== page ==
Worldwide icon-chevron-right North America icon-chevron-right United States icon-chevron-right Illinois icon-chevron-right Chicago icon-chevron-right Tapas Valencia

Tapas Valencia

Restaurants, Spanish Near South Side
2 out of 5 stars
Photograph: Martha Williams Tapas Valencia

Time Out says

2 out of 5 stars

Tapas Valencia is the sister restaurant of Naperville’s Mesón Sabika, and yet, despite the relatively modest scale of the business, the restaurant clearly aspires to be a chain. Service has that familiar sheen of practiced perkiness, and the food has all the character of something off a conveyor belt. And true to most chains (and most tapas restaurants, come to think of it), the up-sell is only barely veiled: My party was hardly seated before it was recommended that we order four tapas per person.

That amount of food (it would have meant 12 dishes for my table that night) may be right if there’s a chance it will be fought over. But for most of the tapas, one bite will suffice: Tenderloin medallions with blue cheese sauce arrived tender but with no blue cheese sauce—and, worse, no salt. The imperial paella—an $8 upgrade, thanks to the addition of lobster—boasted the tinny flavor of bad canned tomatoes. Crisp crabmeat fritters had an off-putting, vegetal taste that killed any pleasurable aspects of the dish. And patatas bravas—the calling card of any tapas place—had some nice smokiness but were not crispy, were not spicy and so, in short, were not a good omen.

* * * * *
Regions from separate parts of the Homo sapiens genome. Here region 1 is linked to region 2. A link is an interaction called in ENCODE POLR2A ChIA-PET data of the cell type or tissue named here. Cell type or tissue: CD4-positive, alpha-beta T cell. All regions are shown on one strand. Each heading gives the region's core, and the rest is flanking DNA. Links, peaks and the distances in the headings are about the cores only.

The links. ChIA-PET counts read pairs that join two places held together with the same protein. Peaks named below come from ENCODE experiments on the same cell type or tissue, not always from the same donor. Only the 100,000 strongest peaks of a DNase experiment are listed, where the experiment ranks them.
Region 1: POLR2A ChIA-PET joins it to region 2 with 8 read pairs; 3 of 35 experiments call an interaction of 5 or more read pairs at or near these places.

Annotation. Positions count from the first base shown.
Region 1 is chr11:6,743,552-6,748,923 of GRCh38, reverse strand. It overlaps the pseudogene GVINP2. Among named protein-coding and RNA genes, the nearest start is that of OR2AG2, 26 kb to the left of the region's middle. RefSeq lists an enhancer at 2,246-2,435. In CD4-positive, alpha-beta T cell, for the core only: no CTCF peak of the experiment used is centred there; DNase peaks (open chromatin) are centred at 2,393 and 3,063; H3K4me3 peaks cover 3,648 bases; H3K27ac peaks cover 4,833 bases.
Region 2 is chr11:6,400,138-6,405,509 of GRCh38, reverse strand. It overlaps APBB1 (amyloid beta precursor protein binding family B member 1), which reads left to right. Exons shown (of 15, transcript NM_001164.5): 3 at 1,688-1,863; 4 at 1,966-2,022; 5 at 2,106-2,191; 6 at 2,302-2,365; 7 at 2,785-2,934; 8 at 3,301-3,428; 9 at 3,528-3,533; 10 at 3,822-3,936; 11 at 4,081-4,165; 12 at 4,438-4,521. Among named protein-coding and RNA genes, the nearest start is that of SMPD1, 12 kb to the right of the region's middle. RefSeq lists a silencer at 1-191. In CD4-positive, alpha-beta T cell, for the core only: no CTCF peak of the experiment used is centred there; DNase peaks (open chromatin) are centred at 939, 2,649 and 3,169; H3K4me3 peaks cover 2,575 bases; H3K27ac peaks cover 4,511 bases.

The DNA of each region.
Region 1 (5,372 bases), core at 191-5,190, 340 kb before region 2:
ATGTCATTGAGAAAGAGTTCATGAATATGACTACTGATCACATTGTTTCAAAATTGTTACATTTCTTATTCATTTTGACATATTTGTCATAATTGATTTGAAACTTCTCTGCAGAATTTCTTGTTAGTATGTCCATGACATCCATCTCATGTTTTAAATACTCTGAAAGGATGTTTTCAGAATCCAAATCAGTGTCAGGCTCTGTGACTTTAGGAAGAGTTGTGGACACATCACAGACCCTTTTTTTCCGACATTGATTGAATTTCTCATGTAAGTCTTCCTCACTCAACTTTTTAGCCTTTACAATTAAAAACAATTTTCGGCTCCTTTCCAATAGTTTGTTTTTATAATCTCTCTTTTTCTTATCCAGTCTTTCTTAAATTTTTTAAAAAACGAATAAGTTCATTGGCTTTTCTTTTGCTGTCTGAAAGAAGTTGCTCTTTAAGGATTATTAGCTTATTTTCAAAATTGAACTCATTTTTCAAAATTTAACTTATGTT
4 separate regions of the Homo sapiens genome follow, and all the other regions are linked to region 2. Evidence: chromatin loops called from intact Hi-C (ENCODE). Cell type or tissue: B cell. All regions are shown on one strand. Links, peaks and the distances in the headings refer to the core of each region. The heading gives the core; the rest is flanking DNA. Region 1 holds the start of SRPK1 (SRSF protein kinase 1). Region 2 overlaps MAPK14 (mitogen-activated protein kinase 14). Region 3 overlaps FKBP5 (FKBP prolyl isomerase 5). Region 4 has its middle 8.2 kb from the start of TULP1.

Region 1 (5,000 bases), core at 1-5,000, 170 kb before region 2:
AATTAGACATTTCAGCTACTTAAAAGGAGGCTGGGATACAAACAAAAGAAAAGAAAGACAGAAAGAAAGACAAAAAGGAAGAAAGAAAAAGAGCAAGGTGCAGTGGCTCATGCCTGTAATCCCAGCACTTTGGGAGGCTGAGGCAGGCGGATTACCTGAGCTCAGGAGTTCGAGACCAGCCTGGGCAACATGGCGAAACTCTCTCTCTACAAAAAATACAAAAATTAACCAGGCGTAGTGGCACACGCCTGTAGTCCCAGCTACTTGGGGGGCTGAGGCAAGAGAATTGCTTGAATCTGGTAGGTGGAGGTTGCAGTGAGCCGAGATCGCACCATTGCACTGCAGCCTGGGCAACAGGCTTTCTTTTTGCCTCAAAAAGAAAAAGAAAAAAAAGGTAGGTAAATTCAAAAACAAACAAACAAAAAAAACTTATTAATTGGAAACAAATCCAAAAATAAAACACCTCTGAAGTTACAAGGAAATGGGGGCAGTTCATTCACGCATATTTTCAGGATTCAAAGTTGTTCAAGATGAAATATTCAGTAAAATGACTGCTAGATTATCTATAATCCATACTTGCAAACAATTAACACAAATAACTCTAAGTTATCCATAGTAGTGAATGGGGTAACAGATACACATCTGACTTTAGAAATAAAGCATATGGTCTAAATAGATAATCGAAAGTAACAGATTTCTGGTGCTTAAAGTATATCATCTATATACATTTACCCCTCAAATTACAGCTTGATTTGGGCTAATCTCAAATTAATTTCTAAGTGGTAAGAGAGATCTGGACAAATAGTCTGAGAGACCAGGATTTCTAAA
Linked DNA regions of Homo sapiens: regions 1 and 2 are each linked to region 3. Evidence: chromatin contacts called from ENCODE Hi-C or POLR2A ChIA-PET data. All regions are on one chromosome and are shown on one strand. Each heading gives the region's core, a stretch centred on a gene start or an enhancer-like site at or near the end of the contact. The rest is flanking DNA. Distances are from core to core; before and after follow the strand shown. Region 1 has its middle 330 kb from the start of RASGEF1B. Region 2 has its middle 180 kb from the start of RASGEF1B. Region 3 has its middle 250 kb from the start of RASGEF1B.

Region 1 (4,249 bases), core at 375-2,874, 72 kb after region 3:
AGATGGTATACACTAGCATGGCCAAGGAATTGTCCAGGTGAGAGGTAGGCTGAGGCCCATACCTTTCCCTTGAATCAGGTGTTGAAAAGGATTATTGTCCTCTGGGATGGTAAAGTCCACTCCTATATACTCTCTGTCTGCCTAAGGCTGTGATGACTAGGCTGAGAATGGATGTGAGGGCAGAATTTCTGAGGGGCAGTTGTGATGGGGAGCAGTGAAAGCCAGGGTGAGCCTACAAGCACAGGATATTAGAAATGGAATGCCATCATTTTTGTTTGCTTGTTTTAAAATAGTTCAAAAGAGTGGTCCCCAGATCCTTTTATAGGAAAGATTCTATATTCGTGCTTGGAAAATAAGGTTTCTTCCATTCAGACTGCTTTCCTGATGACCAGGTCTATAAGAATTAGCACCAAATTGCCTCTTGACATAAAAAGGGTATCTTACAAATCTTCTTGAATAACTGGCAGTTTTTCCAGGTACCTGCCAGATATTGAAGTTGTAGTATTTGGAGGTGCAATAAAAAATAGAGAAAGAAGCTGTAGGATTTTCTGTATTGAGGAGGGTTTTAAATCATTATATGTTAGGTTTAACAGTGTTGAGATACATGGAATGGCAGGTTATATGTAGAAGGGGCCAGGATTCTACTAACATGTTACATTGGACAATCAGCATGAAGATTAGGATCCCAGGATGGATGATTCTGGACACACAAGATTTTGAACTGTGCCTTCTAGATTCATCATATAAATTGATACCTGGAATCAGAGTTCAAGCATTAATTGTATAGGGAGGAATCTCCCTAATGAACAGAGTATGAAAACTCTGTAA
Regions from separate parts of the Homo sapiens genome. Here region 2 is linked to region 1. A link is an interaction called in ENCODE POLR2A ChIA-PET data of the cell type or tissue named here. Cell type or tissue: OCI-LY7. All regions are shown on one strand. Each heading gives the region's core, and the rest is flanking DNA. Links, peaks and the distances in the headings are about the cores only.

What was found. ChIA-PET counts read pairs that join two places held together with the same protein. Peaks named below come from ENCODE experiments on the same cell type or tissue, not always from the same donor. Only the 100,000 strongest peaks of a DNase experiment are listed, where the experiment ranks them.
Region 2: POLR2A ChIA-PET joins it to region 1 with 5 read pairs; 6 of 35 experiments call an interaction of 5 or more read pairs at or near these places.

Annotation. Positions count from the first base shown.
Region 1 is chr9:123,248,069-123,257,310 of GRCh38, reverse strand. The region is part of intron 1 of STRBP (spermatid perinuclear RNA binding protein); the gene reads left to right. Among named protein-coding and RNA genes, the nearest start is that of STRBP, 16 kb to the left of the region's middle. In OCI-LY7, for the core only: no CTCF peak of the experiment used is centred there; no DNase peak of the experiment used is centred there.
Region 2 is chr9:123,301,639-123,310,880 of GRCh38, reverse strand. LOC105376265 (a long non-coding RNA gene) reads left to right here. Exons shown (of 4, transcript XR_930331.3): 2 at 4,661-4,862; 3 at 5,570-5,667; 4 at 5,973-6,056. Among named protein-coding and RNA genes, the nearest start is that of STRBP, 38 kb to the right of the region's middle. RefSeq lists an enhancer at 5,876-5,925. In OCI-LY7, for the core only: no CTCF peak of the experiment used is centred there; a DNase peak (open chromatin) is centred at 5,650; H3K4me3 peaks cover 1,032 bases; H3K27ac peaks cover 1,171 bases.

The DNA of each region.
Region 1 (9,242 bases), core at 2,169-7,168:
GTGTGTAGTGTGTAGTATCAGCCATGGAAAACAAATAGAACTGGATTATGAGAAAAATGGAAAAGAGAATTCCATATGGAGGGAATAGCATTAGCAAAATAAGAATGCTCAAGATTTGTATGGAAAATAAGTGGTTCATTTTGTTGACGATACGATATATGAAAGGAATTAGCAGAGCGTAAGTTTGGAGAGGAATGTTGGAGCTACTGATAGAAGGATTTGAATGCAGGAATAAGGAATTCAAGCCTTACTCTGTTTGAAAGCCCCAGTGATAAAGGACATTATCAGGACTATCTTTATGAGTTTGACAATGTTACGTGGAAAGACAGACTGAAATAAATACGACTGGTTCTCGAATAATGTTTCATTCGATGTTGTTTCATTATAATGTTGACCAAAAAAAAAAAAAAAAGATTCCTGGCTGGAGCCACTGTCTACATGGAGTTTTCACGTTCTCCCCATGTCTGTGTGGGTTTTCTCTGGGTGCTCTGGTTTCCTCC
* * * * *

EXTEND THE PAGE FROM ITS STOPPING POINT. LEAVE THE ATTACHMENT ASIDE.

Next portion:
You could make an argument that tortilla Española is as good a calling card for a tapas joint as patatas bravas. That’s where things get a little tricky here: Valencia’s thick slice of egg-and-potato pie is pretty good. The tender grilled scallops aren’t bad, either—they arrived with a pleasant Israeli couscous—and the pimiento con pollo, sweet peppers stuffed with chicken, had a rich, savory edge thanks to its hazelnut vinaigrette. But even here there’s a lingering mediocrity, a sense that you could re-create the dishes with a few boxed mixes and a can opener.

Or a chocolate bar. Because that’s essentially all the delicia de chocolate is—a rectangle of mushy, lukewarm chocolate garnished with raspberry sauce. A good dessert can be made from ingredients as simple as chocolate and raspberries, but this wasn’t simple food—it was easy. So what Valencia has ahead of it is a lot of hard work.

By: David Tamarkin



Address: 1530 S State St
Cross street: between 15th and 16th Sts
Transport: El stop: Green, Orange, Red to Roosevelt. Bus: 1, 3, 4, 12, 18.
Price: Average tapa: $8
Opening hours: Brunch (Sun), dinner
Do you own this business?

Users say

You may also like
    Latest news